A gunman senselessly took the lives of 17 individuals at Marjory Stoneman Douglas High School in Parkland, Florida, on Wednesday. But had it not been for the heroic actions of assistant football coach Aaron Feis or cross-country coach Scott Beigel, that number might have been even higher.
Head football coach Willis May told the Sun-Sentinel that, according to a student, Feis, who was also a campus security guard, jumped between the shooter and a student, pushing her out of the way and getting shot in the process.
The Twitter account for the school’s football program indicated he “selflessly shielded students from the shooter.”
It is with Great sadness that our Football Family has learned about the death of Aaron Feis. He was our Assistant Football Coach and security guard. He selflessly shielded students from the shooter when he was shot. He died a hero and he will forever be in our hearts and memories pic.twitter.com/O181FvuHl3
— MS Douglas Football (@MSDEagles) February 15, 2018
Can everyone please take a second to pray for my coach today he took serval bullets covering other students at Douglas . pic.twitter.com/8AMG7t6tpH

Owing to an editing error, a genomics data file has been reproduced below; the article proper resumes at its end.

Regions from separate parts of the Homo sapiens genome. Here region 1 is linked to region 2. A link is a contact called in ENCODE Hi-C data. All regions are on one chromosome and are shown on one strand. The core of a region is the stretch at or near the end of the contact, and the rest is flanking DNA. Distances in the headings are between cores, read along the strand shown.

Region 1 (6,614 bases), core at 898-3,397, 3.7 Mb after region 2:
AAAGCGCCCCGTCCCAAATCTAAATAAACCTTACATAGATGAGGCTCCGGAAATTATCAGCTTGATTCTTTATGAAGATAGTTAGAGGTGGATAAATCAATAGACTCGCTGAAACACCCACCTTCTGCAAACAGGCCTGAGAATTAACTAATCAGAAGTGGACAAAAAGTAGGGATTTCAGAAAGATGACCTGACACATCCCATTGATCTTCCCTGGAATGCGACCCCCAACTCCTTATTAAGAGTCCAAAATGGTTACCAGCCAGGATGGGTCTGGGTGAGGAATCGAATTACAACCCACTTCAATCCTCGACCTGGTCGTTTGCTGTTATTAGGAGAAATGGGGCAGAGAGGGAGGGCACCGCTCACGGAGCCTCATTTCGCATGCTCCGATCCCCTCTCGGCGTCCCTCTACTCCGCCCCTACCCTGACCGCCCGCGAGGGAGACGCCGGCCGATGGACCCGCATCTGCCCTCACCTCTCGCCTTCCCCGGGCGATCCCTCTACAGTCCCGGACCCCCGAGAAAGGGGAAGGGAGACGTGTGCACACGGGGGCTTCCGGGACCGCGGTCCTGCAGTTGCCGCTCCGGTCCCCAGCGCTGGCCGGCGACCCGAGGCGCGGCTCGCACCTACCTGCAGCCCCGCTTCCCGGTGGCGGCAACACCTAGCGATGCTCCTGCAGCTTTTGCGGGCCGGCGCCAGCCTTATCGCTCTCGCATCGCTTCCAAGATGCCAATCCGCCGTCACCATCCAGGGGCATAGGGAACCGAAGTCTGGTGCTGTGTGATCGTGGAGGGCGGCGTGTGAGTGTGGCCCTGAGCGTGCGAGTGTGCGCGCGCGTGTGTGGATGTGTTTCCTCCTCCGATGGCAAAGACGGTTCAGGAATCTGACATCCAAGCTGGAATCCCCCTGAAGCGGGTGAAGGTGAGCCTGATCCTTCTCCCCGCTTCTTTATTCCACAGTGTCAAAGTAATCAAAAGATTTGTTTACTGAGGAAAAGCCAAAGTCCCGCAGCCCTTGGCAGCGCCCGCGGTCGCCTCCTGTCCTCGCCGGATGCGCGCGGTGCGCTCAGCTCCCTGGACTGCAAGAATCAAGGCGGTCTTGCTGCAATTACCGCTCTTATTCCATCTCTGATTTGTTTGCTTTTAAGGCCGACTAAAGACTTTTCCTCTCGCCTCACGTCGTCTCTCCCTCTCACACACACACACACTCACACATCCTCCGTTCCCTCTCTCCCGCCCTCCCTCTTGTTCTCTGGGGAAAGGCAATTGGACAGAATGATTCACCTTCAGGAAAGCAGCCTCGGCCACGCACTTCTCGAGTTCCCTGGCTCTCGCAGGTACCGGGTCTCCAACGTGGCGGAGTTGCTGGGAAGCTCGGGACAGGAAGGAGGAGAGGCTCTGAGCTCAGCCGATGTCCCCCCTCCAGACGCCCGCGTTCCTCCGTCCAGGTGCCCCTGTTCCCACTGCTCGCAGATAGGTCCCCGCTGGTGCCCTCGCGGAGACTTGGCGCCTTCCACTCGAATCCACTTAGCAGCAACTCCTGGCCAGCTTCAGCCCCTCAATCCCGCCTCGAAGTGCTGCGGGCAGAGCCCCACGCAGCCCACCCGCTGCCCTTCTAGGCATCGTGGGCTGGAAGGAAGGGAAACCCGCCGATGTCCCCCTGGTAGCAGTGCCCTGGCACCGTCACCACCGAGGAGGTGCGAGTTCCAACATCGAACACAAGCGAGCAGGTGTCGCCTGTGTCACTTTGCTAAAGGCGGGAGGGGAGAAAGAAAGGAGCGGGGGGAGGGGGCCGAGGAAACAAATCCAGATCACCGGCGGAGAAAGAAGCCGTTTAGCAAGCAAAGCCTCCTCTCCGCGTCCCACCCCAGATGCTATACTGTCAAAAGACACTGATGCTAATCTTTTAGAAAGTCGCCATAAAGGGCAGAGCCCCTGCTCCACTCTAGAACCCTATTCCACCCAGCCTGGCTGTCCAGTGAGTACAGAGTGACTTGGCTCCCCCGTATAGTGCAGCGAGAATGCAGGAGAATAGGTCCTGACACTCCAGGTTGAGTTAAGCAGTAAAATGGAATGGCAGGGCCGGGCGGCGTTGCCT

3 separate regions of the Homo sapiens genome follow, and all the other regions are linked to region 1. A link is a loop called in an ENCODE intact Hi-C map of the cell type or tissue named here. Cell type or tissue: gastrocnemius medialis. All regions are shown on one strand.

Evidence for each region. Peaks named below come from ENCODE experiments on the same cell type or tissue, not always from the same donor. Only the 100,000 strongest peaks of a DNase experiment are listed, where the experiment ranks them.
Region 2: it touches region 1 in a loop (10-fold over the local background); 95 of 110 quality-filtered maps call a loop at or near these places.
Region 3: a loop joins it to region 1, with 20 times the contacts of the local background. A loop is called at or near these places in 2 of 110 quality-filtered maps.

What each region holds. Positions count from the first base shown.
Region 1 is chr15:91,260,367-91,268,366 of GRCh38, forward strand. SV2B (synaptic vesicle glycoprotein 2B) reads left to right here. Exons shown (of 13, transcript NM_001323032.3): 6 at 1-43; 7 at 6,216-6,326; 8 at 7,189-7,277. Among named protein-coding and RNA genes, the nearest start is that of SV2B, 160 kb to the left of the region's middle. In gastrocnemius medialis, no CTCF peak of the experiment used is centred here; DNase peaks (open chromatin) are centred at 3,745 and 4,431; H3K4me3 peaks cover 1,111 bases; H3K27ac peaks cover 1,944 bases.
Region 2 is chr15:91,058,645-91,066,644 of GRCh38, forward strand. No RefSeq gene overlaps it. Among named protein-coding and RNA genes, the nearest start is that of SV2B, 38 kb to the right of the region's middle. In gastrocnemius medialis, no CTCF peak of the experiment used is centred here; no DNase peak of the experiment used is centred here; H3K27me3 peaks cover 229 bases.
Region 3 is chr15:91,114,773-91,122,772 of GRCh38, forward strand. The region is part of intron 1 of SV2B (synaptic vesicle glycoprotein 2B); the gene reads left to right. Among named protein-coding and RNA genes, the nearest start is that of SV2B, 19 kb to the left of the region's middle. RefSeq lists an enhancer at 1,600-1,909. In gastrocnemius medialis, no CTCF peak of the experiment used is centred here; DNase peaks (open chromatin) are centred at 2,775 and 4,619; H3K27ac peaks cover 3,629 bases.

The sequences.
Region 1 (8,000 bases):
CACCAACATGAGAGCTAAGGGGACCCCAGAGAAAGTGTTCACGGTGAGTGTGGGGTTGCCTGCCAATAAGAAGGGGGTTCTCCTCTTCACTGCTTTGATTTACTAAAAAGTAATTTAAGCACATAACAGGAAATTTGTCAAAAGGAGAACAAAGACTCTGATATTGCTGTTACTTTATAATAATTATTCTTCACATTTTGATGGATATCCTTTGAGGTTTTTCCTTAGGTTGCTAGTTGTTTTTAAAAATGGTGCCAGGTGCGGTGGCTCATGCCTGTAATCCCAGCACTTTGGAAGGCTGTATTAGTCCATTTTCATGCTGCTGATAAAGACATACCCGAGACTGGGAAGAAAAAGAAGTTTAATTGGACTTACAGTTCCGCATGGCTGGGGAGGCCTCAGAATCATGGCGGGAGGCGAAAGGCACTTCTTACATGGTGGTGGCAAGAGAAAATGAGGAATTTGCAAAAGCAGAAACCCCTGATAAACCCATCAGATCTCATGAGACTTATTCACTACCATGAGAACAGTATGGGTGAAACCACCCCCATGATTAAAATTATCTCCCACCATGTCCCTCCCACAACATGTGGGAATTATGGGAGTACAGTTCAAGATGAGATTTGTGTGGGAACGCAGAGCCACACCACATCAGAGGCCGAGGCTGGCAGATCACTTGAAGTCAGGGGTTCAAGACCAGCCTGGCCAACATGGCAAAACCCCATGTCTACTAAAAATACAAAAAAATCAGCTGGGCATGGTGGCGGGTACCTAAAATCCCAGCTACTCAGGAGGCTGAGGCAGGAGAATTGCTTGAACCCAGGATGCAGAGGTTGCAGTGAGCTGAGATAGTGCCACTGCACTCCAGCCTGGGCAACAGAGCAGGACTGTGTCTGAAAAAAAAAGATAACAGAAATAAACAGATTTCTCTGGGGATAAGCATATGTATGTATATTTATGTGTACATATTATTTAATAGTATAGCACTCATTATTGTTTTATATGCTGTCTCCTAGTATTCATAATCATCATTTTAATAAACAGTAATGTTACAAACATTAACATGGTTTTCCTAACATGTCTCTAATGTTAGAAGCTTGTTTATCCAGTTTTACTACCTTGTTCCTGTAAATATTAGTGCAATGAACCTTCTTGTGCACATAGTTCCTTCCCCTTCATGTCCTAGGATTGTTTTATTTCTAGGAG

— Charlie Rothkopf (@RothkopfCharlie) February 14, 2018
“He was a great guy,” said Gage Gaynor, a sophomore lineman. “Everyone loved him.”
According to student Kelsey Friend, Beigel, also a geography teacher, let her and other students into his classroom to hide them from the shooter. But after the students made it inside, he was shot.
“I walked up to my teacher, Mr. Beigel, and I said, ‘I’m scared, I don’t know what’s going on.’ Then he unlocked the door, I ran in, and unfortunately he did not run in with me,” Friend told CNN. “He was my hero, and he will forever be my hero. I’ll never forget the actions he took for me and for fellow students in the classroom. He was an amazing person, and I am alive today because of him.
— Chad Williams (@chad_williams05) February 15, 2018
Friend said she felt “lucky to be alive.”
“Having it happen at your favorite school. With your favorite teacher on the floor. And my mom texting me. And my friends crying. It’s the hardest thing in the world.”